“Golf is the most useless outdoor game ever devised to waste the time and try the spirit of man.”
“The best thing in us as precisely useless . . . things we enjoy doing for their own sakes.”
—James V. Schall
The question is more an accusatory jab than anything: “What is the point of golf? Nothing more than the most futile of exercises. Old men with stupid sticks smacking a small white ball toward a little flag-marked hole plugged in a big park. It all seems so very useless.” This sentiment and conclusion can be seen in the Westbrook Pegler quote above. Within it is the sense that golf is just a wasteful trial of no discernible worth.
Rushing to golf’s defense, a certain temptation emerges for the game’s defenders to marshal evidence that runs contrary to this accusation. Arguments made for the usefulness of golf. Surely—so it runs—you realize the value of fresh air, recreation, a long stretch of the legs, concerted concentration, not to mention the camaraderie. And, it must be admitted, there is something to all of is. I want to suggest, however, that the best apologia on golf’s behalf in the face of the accusation of uselessness is to admit the very charge and agree that the game, ultimately, is useless. And here’s the rub: that’s a good thing.
Certainly, golf is intimately related to, partially composed of, and inclusive of things like friendship, fresh air, exercise, gamesmanship, athleticism, aesthetics, recreation and, maybe for a rarified few, putting some cash in the pocket. I would like to argue, though, that golf is not, or should not be, only some interchangeable instrumental means used to achieve those further goals. In fact, it is the game in its wholeness that gives all those other goods their particular shape. They all take on a certain golfiness, to coin a terrible turn of the tongue. At its heart, golf shouldn’t be seen as just some means used to achieve some further ends. These ends are to be found within its overarching form.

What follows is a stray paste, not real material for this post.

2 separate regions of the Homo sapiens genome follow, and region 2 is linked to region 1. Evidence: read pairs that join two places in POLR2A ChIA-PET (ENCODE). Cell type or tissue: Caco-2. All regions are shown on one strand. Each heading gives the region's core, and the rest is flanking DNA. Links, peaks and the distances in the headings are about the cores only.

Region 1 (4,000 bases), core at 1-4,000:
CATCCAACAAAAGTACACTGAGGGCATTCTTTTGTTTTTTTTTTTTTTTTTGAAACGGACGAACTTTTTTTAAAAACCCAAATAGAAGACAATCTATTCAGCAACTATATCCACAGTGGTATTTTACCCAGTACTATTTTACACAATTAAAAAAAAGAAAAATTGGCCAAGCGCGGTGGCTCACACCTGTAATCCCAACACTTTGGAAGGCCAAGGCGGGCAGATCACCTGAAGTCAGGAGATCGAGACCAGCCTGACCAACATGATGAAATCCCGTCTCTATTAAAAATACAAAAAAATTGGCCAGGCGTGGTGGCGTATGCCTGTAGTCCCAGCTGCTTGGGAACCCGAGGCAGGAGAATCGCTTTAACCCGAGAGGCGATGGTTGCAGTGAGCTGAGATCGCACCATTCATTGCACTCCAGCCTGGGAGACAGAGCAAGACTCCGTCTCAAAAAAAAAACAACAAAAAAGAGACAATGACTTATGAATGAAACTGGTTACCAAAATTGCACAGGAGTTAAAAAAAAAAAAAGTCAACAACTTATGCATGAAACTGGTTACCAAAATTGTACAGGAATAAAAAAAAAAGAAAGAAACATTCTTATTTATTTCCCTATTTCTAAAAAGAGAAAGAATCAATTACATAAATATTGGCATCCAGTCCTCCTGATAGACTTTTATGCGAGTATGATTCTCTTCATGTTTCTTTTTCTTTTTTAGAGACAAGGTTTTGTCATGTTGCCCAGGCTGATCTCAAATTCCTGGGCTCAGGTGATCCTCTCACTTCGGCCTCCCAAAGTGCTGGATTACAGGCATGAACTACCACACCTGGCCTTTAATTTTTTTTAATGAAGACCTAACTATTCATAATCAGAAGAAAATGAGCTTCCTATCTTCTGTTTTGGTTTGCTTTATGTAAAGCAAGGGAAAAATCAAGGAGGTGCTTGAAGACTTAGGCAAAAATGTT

The best and most noble things in our lives are the most useless. They don’t need to serve some further purpose. The hammer is useful, but only useful. The stroll with your wife is—even if in part for exercise and fresh air and getting out of the house—good for its own sake. Gazing at a beautiful painting or reading a poem or coloring with your kids, these are all good just for their own sakes. They aren’t done because they are useful for achieving some yet other purpose. By this all I mean is that there are some things we do that don’t need more of a justification than something like, “because I love it,” or “because it is beautiful.” Surely there are further ramifications of such actions, but, and here’s the key, the actions aren’t really done for these further ends.
Golf like all such things is done freely. I don’t need another reason, some further goal, some use of golf. It is done just for its own sake. To say that golf builds friendships, provides for some exercise and time in the great outdoors does nothing to negate this, it only describes in greater detail some aspects of the essence of the game and why people love it. For, again, all these constitutive components are given a particularly golf-y shape within the contours of the game. Here the game can be seen as a shared world for its inhabitants to enjoy such facets.
A follow-up Part II will appear on Wednesday.